top of page
Blog: Blog2
Search

Intention and Impact: Two Sides of a Coin



Last week, while driving with my 9 year old son on a particularly challenging day (to put it mildly), a car swiftly cut in front of us. My lizard brain took over and I exclaimed something along the lines of “Seriously, what are you doing?”. Not surprisingly, my son echoed my sentiment and followed with: “Hey, you! Pay attention to where you are going! How could you do that?”, directed to the other driver. His intense reaction caught me off guard and immediately made me realize the unintended lesson I was teaching him: reactivity, judging and blaming. Not at all aligned with who I am and what I believe in.


My mindfulness training kicked in, and I paused and took a few calming breaths. I was able to recompose myself and say: “Honey, I got scared when the car abruptly cut in front of us, and my initial reaction was to become upset with the driver. However, after taking a breath, I was able to think straight and remind myself that none of this makes the driver a bad person. We really don’t know what is going on for them. Perhaps they did not see us, or maybe they were in a rush due to an emergency. What I do know is their action of cutting in front of us does not necessarily make them bad. They are actually doing the best they can with the situation they are in and the thinking they have right now. And us getting upset at him does not help the situation.” As I conveyed these words, I got a stare back from my son, the one that shows me that something is stirring inside that little mind.


We are often fast to judge people when their actions inconvenience us. The first instinct is often to assume they are malicious, careless or ill intentioned. The reality is that most of us do not wake up in the morning and plan to be a jerk or cut people off in traffic. Or to send nasty emails, or to be passive aggressive or to leave the dirty dishes in the sink on purpose. For the most part, we are well intentioned beings that want to be happy, achieve our goals and feel safe, respected and loved. And sometimes (or often) our actions or words come across to other people as aggressive, disrespectful, hurtful or inconsequential.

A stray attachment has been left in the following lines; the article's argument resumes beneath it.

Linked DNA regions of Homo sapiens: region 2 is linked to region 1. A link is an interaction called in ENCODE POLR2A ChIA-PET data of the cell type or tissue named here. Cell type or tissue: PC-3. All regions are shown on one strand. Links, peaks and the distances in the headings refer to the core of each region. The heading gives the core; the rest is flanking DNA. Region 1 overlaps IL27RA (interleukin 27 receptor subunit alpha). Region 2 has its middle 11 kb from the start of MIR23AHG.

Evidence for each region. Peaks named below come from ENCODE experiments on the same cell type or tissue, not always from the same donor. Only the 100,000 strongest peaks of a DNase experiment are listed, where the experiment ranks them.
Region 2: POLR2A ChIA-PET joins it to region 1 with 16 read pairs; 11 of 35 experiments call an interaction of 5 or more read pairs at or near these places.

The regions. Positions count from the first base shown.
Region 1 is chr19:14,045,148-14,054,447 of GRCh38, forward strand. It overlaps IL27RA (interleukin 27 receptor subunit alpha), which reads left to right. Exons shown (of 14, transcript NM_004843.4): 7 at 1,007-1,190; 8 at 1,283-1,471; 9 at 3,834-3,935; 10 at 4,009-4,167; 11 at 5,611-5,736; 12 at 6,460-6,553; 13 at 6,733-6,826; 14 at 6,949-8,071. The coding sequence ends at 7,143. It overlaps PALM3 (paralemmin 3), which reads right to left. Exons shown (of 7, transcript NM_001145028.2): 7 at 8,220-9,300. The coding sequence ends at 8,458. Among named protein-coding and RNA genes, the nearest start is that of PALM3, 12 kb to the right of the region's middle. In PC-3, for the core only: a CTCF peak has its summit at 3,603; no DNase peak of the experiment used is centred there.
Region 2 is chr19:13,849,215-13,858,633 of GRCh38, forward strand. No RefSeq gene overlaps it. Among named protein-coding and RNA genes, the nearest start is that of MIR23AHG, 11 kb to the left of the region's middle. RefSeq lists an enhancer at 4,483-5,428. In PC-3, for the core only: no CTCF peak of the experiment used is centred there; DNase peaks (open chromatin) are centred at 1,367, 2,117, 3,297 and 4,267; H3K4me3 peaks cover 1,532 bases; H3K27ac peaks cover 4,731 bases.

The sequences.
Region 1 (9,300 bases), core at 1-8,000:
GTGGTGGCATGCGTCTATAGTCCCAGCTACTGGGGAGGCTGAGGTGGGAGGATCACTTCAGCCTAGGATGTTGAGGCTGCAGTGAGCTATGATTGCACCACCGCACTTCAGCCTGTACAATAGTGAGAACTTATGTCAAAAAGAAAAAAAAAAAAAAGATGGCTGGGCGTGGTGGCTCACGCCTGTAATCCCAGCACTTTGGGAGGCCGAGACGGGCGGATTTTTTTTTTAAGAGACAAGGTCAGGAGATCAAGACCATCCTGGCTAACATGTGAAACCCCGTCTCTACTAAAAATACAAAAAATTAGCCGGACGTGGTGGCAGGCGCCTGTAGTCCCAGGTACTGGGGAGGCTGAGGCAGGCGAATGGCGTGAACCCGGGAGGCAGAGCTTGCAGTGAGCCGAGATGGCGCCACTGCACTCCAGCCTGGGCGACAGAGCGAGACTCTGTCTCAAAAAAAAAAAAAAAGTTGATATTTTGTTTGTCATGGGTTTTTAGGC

One of my favorite learnings from the “Search Inside Yourself Leadership Training”, a mindfulness and emotional intelligence-based program I facilitate for organizations, is that “Impact is not Intention”.


We judge ourselves based on our intentions. And we judge others based on the impact that their actions and words have on us. Consider a scenario where we cut someone off in traffic because we have a pregnant woman in the passenger's seat who is about to give birth. Our intention is to ensure this woman’s safe arrival to the hospital. However, for the person being cut off, the impact is quite different. Just as I initially did when driving with my son, anyone might feel personally attacked and judge the other driver as careless or selfish, which in the case of someone rushing a woman in labor to the hospital, could not be further from the truth. And by judging others, we get upset, angry and experience all sorts of unpleasant emotions.


This is not to say that we should go around doing well intentioned things without considering the impact on others. Our actions have consequences and if we are not aware of that, we will have a hard time living in a society filled with spoken and unspoken rules and regulations that are created in order to maintain order, safety and some level of predictability. If you get caught cutting someone in traffic, you get a ticket. If you get caught in a lie, chances are you will no longer be trusted. Those are consequences, which are different from judgment.